Protein is an essential building block for immune cells. Toddlers require around 13 grams of protein each day. Include - red meat, poultry, fish, eggs, legumes, beans, nuts, and seeds.
Iron is needed to help our immune system to work properly. Toddlers can be low in iron because they sometimes struggle with the texture of red meat and greens.
Eat 1-2 servings of red meat per week, green leafy vegetables, parsley, lentils, broccoli, dried peaches, apricots, and prunes.
Eat the Rainbow – eat a range of coloured fruits and vegetables to help your child get the nutrients they need for good immunity.
My child takes hours to fall asleep at night. Can naturopathy help my child fall asleep faster? Is melatonin good for kids?
If your child is taking a long time to wind down at night there are a few things to consider:
Are they overstimulated? Have they eaten well throughout the day? Have they had a well-balanced dinner? It’s also important to consider these aspects of their diet:
1. Sugar - too much sugar can interrupt sleep, so cut down how much sugar they eat 1- 2 hours before bedtime.
2. Protein - this makes melatonin, our natural hormone that controls the sleep/wake cycle.
Protein is made up of amino acids including tryptophan, which converts to serotonin with the help of magnesium, B vitamins, and zinc which then convert to melatonin.
3. Magnesium - regulates melatonin so start in the kitchen with high magnesium foods such as green leafy vegetables, raw cacao, nuts and seeds.
Combine these with good helpings of fruits, avocado, banana, pineapple, goji berries and cherries which include tryptophan and you have a good recipe to improve natural melatonin production.
You may have heard of melatonin as a synthetic wonder drug to help with sleep. As naturopaths, we always try to address the cause of the problem and look at ways to boost melatonin naturally with diet, herbs and nutrients.
However, if you do choose to try synthetic melatonin, it’s important to be aware that there isn’t enough evidence to show it’s safe for children in the long term.
This doesn't mean that it's not effective, or unsafe. It highlights that short term use is best with small doses. Please get professional advice to make sure it’s safe for your child.
Lastly, it's important to make sure your child’s environment is set up for good sleep:
- Make bedtime the same time every night: the body loves routine
- Get rid of the fluorescent bulbs: use a lamp, or dimmers instead
- Put away the ipad and TV at least half an hour before bed: light slows the production of melatonin, especially blue light
- Make sure the bedtime bath is at least 45 minutes before bed: this gives them enough time to cool down. Body temperature is important and your child won’t easily fall asleep if they’re too hot.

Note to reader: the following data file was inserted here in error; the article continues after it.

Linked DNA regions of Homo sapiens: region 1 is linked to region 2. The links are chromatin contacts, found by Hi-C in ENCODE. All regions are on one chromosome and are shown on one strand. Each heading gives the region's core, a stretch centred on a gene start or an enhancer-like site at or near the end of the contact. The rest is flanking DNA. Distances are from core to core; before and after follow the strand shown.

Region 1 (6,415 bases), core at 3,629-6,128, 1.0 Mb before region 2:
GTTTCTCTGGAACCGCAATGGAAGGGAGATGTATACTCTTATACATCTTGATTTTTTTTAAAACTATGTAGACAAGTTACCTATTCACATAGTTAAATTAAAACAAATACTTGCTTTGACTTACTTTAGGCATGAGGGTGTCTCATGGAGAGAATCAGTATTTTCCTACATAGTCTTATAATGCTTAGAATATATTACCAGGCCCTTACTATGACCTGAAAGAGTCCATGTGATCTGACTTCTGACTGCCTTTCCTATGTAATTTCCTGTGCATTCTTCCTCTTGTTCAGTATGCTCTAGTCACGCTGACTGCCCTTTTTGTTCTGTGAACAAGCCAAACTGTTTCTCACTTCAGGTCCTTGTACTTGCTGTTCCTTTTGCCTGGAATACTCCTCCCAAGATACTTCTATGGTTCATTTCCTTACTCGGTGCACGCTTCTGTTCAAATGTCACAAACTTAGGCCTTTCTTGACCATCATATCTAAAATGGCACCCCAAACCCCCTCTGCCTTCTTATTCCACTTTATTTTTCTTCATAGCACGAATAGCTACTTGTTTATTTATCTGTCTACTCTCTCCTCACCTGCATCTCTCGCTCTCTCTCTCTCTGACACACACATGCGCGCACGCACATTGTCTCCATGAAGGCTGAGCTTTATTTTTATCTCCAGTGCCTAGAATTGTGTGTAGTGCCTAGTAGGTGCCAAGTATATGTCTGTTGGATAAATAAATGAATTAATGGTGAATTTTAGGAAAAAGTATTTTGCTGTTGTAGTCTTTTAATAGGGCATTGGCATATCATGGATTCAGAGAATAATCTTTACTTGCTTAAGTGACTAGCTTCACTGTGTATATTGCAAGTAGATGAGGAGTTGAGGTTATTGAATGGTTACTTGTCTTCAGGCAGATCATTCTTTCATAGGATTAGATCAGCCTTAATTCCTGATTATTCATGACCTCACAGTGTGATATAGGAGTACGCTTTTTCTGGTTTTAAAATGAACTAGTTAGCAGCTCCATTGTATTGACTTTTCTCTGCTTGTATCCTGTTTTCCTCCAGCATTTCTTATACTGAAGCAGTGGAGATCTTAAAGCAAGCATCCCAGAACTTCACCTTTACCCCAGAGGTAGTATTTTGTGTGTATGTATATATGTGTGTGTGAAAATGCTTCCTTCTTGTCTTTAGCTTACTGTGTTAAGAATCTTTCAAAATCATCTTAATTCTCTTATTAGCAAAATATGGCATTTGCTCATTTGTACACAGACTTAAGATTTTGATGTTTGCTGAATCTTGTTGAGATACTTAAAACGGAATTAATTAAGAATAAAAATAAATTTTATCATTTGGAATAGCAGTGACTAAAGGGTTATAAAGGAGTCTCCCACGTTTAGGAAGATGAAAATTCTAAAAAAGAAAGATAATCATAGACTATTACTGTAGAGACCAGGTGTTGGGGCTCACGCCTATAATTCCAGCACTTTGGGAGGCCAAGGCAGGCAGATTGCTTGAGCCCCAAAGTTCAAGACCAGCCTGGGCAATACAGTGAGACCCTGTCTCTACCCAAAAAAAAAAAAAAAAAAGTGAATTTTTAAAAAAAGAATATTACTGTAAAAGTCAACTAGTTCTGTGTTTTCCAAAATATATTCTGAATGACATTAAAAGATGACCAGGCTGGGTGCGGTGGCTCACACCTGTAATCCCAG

- Add magnesium salts and a few drops of lavender essential oil: to the bath which are great for relaxation.
My child has been prescribed Ritalin for attention deficit. Can naturopathy be used in conjunction with medication to help my focus and concentration and my child's learning?
The good news is many nutritional or naturopathic interventions have been found safe to use with typical ADHD medications:
- Food – this can make a big difference to manage ADHD and includes recommendations such as getting rid of wheat, sugar, dairy, high refined carbohydrates, and artificial food colourings.
- Fish oil - Studies have demonstrated a significant improvement of ADD/ADHD symptoms with a good quality fish oil
- Probiotics - Children with ADHD are known to have more digestive problems. A good probiotic can improve their digestion and prevent their gut from being damaged more.
- Nutritional intervention – kids with ADHD have a higher risk of nutritional deficiencies such as iron, zinc, and magnesium. See a naturopath for a thorough nutritional assessment before giving them these nutrients.
I've heard that the gluten-free casein-free diet is good for kids on the spectrum, but how will my child reach their daily calcium requirements if I take milk and cheese out of their diet?
There’s been a lot of debate about whether to change the diet of children with spectrum and attention disorders.
However, there is convincing evidence that the gluten-free/ casein-free diet can help some children if they follow it strictly for 6 months.
Autism and ADHD are disorders that affect the whole body. It causes inflammation in the body and affects the brain.
So the first step is to start your child on a diet filled with nutrients that are anti-inflammatory such as fruit, vegetables, grass-fed meat, and good fats such as avocado, coconut oil, ghee.
It’s ideal if most of this food is fresh rather than from a packet. Removing these food groups can improve behaviour, sleep and upset tummies:
- Artificial colourings, flavourings, and preservatives
- Gluten, casein, and corn
Proteins found in grain and dairy products aren’t digested well by some people and can affect mood, concentration, mental performance, and pain.
In a survey of over 3500 parents of autistic children, 70% found that a gluten-free casein-free diet improved behaviour, eye contact, socialisation, concentration, and learning.
To get the benefit of this diet, it needs to be followed for at least 6 months.
But will my child become calcium deficient if they don’t eat dairy?
Dairy foods are products such as milk, cream, ice cream, yoghurt, and cheese made from the milk produced by cows, goats and sheep.
These contain high amounts of calcium. However, one of the problems with relying on dairy for calcium is that it isn’t absorbed and used well in the body.
It causes inflammation and it’s been shown that populations who eat a lot of dairy have the highest rates of osteoporosis. On the other hand, vegans and Asian populations who do not consume dairy were shown to have stronger bones.
The best non-dairy sources of calcium are quinoa (the highest source of absorbable calcium), broccoli, dark leafy green vegetables, fish, and almonds.
There’s no need for children to eat large quantities of calcium as it’s only useful if they can absorb and use what they eat. Magnesium, boron, and Vitamin D3 can help children absorb calcium.
About our paediatric naturopaths
Our paediatric practitioners love working with kids and are great with kids - we know that sounds strange because you assume they should, but that’s not always true.
They are passionate about helping kids lead fun, creative and confident lives by decreasing their pain, whether that’s physical or emotional pain.
Our paediatric naturopaths are based in the kid-friendly Body and Brain clinic in Moonee Ponds. We’re visited by parents and children in Melbourne, particularly in the western suburbs of Melbourne:
- Ascot Vale
- Moonee Ponds
- Pascoe Vale
Contact us to chat about how our kids naturopath can help your child.
- Skalny AV, Mazaletskaya AL, Ajsuvakova OP, Bjørklund G, Skalnaya MG, Chao JC, Chernova LN, Shakieva RA, Kopylov PY, Skalny AA, Tinkov AA. Serum zinc, copper, zinc-to-copper ratio, and other essential elements and minerals in children with attention deficit/hyperactivity disorder (ADHD). Journal of Trace Elements in Medicine and Biology. 2020 Mar 1;58:126445.